Kenrick- A Conversation with Kenrick Mark Coleman Features Belizario Carballo
The Kenrick Mark Coleman Foundation
Kenrick- A Conversation with Kenrick Mark Coleman Features Belizario Carballo
1. Tell us a little about yourself.
Hello! My name is Belizario Gian Carballo and I am a very passionate, dedicated, responsible and determined young environmental professional. I am currently seeking new and exciting opportunities to expand my experiences in the field of conservation and environmental education in Belize. As long as I can remember I have had an innate desire to protect, conserve and educate others willing to listen about the problems plaguing the natural world around us.
My passion has taken me to very unique places primarily in Canada, during the completion of my Bachelor’s degree in Sustainable Resource Management at Grenfell Campus Memorial University of Newfoundland, and most recently in the completion of a Master’s degree in Sustainable Environmental Management from the School of Environment and Sustainability, University of Saskatchewan, Canada. My interdisciplinary studies has allowed me to amass a strong set of skills both soft and technical that have prepared me to address real world environmental issues both locally and globally.
I chose to return home in Belize to further advance my environmental/conservation career and positively contribute towards the sustainable management and development of Belize’s natural resources.
I am also an environmental artist during my spare time. Nature has always inspired me to pursue creativity outlets through my hobbies. I enjoy painting with acrylic paints and most recently creating digital illustrations that are inspired heavily on wildlife and beautiful landscapes found in the natural world. When I was in high school, I utilized my artistic talents combined with my passion for environment and sustainability by participating in various art completions across the country. Recently, I have started to use my artworks to raise awareness on the importance of environmental protection and sustainable actions on my social media accounts. I hope to continue to raise awareness throughout my future career, on my social media and within my free time volunteering with non-governmental organizations and local community groups.
Through these ventures I hope to inspire as many of my friends, youths and other community members to be great stewards of the environment by encouraging them to utilize sustainable practices to reduce their ecological footprints and gain a greater understanding for the need to preserve biodiversity and the natural world.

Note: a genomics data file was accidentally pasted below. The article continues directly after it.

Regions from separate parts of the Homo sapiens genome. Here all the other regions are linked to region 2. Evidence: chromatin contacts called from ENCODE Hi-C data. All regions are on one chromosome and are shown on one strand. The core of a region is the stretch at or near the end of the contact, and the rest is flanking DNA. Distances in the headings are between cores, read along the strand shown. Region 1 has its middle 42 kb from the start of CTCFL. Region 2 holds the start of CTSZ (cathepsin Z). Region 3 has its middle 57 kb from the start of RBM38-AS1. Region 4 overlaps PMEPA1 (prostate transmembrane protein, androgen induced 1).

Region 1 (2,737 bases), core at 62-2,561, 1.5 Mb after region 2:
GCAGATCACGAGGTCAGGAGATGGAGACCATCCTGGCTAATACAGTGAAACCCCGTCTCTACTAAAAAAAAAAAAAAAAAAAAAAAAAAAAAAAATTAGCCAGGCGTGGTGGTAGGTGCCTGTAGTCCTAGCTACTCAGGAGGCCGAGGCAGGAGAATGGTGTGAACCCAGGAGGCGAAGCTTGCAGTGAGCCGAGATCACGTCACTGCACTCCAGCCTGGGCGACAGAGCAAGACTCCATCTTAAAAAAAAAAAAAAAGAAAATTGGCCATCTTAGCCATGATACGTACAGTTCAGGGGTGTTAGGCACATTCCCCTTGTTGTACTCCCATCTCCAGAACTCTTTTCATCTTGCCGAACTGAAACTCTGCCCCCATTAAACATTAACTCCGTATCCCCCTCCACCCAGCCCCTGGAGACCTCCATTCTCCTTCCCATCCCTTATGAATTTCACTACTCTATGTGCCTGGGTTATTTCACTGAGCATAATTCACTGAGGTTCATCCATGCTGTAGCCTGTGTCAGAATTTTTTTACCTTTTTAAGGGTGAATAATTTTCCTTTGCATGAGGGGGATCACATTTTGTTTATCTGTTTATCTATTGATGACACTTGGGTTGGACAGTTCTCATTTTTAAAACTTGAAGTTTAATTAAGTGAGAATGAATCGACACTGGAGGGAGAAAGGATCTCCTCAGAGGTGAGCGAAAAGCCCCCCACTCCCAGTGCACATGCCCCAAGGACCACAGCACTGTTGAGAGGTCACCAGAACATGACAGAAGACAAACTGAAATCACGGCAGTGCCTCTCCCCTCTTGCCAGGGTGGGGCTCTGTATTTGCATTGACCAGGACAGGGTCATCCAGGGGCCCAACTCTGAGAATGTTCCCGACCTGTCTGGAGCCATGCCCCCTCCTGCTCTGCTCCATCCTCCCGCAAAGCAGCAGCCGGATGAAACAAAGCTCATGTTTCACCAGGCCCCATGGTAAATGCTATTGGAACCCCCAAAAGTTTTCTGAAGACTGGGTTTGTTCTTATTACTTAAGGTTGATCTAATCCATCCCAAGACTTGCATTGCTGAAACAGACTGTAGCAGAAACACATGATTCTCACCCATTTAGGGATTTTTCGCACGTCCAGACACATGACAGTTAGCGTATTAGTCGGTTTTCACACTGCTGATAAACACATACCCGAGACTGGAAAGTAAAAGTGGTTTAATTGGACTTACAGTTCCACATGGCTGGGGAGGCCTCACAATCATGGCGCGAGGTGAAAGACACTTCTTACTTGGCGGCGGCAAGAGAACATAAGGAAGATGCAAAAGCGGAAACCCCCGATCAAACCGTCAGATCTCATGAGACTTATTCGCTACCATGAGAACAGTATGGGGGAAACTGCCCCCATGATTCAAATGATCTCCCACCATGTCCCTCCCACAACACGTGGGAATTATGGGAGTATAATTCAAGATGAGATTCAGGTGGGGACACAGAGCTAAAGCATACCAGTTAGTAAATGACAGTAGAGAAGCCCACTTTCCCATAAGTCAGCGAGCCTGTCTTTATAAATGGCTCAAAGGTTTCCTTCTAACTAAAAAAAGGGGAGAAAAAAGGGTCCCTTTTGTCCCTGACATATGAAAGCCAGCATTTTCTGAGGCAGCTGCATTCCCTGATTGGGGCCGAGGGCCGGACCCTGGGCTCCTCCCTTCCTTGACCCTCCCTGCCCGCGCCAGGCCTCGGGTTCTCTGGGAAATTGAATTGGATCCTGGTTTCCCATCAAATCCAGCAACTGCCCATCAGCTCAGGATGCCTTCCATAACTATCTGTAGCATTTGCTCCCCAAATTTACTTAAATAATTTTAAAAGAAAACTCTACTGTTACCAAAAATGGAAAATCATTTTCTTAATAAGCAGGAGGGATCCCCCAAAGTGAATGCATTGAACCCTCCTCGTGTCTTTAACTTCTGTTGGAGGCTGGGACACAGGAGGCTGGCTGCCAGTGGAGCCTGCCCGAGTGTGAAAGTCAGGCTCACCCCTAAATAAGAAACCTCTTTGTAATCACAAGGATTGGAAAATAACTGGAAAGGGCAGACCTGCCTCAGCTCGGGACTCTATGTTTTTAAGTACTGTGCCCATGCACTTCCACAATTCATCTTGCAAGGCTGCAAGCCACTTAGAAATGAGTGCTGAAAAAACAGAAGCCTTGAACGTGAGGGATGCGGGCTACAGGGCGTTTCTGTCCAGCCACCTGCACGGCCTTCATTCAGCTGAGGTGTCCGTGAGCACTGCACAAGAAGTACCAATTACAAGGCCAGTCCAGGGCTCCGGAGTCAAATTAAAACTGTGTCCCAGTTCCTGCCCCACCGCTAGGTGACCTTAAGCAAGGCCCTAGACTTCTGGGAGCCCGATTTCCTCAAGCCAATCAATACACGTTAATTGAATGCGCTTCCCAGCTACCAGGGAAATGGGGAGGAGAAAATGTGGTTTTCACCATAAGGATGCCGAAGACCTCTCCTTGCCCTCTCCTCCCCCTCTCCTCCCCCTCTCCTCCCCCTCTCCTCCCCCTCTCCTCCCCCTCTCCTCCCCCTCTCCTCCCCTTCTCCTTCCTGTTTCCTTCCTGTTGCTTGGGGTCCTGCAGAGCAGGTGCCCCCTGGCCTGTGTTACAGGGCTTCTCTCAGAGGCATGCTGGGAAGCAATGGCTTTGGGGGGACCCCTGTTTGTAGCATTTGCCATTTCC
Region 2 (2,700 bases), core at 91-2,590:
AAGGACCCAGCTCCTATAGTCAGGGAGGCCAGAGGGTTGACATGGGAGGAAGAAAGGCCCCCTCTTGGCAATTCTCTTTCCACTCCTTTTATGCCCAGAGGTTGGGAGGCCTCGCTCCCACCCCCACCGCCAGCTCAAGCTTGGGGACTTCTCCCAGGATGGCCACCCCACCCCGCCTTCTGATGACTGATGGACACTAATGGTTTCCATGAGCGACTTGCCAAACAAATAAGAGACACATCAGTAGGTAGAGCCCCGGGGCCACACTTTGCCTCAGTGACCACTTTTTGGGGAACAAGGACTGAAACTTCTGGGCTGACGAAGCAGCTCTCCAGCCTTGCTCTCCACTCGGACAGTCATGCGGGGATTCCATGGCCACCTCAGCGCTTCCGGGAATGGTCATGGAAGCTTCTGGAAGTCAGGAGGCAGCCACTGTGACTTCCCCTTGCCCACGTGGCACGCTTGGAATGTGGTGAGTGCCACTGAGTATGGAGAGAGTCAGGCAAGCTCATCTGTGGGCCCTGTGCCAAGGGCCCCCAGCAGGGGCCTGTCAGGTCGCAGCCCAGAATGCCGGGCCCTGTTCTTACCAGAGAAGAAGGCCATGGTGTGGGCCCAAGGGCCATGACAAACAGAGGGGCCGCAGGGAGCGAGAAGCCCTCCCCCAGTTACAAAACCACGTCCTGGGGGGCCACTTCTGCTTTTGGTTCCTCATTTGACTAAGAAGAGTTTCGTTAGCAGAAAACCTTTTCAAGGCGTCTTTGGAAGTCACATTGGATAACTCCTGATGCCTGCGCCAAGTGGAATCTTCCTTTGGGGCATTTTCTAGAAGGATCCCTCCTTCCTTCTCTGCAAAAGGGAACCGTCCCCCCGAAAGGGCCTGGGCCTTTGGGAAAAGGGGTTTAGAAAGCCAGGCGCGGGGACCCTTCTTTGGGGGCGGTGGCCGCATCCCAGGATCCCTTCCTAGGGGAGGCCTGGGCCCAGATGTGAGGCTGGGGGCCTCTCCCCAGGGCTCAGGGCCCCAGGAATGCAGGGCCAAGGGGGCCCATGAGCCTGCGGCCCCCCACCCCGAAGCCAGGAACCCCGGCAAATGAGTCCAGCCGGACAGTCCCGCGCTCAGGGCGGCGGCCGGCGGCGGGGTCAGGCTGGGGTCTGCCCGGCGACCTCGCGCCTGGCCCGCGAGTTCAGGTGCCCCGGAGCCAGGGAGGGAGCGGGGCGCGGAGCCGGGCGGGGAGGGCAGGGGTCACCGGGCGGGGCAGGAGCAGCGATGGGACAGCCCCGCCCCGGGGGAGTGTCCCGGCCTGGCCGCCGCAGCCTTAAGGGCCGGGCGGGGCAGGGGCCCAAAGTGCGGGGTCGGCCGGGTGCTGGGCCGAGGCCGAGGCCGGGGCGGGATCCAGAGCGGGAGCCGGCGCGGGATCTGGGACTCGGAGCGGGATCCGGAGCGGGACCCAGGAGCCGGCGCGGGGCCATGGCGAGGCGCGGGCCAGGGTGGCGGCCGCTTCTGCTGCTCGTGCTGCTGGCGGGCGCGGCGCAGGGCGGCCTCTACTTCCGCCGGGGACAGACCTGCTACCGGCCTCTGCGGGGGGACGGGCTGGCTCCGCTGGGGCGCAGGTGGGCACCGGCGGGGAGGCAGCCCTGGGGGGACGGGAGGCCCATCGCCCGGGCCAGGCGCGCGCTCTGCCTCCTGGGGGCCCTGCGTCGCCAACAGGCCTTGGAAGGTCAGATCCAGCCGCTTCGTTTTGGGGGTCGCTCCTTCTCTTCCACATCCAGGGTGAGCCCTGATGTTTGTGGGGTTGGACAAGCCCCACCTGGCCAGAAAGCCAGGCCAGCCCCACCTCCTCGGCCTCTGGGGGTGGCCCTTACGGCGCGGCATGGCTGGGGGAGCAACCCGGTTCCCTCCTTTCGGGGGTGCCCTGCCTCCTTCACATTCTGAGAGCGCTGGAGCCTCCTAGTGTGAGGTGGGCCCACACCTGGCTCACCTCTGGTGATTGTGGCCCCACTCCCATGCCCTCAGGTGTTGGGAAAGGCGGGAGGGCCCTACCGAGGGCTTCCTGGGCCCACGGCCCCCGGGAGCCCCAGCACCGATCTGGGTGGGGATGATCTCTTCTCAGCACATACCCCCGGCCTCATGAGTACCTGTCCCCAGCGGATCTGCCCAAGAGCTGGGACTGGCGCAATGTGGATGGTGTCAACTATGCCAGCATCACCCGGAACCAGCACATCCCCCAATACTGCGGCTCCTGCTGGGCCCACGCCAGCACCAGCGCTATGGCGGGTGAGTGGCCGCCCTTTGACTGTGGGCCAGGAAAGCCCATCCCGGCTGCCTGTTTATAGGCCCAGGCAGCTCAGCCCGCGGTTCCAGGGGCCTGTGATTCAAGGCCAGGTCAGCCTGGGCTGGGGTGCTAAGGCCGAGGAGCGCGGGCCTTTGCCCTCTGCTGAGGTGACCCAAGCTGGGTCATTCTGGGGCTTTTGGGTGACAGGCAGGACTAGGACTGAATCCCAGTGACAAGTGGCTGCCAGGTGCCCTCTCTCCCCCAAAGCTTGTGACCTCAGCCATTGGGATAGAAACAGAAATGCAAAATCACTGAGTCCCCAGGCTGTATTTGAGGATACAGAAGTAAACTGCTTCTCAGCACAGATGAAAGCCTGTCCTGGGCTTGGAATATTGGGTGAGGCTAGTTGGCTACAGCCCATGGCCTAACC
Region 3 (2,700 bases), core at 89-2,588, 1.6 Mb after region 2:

2. You recently completed your Master’s Degree in North America. What do you believe is important in this your role?
Yes, I am a proud graduate with a Master’s Degree in Sustainable Environmental Management from the University of Saskatchewan, Canada, School of Environment and Sustainability (SENS). The MSEM master’s program was an intensive one year professional program which allowed me to advance my professional knowledge and experience in the field of environment and sustainability. The program allowed me the opportunity to obtain new skills necessary in navigating this competitive field. Many communities are currently facing the devastating impacts of human induced climate change. For this fact, we need more like minded individuals to devote their time to conduct scientific research, devise policies and devote their time to educate others on how to minimize harmful actions on the environment. I have learnt so much from this program, not just how to address real world environmental problems such as climate change but also how to collaborate with others to effectively conduct research and instill leadership qualities among others to promote a sustainable future.
My thesis/project conducted in my studies was focused on the development of a Biocultural field guide for Wanuskewin Heritage Park (WHP). WHP is a well-respected Indigenous non-for profit organization in the province of Saskatchewan, Canada. This project allowed me to work directly with WHP, my partner organization to provide the necessary information that would be crucial for the development of the field guide. I used both natural and social science methodologies to ensure that I captured the complete story of the park’s history, culture and natural landscape.
Ultimately, I believe that what I studied in this program will remain immensely important in devising appropriate solutions for the wicked environmental problems we face today. However, these wicked problems can’t be solved with scientific knowledge alone and require other disciplines such as business, economics, physiology and sociology to influence human behaviour and combat these issues more holistically. We must find new more transformative ways to tackle these complex issues if we are to ensure a sustainable future for generations to come.
3. Tell us more about your academic life at this University? How did you receive the scholarship? Why did you choose this particular University? When did you commence studies? What subject areas are focused on? What’s your relationship like with fellow students?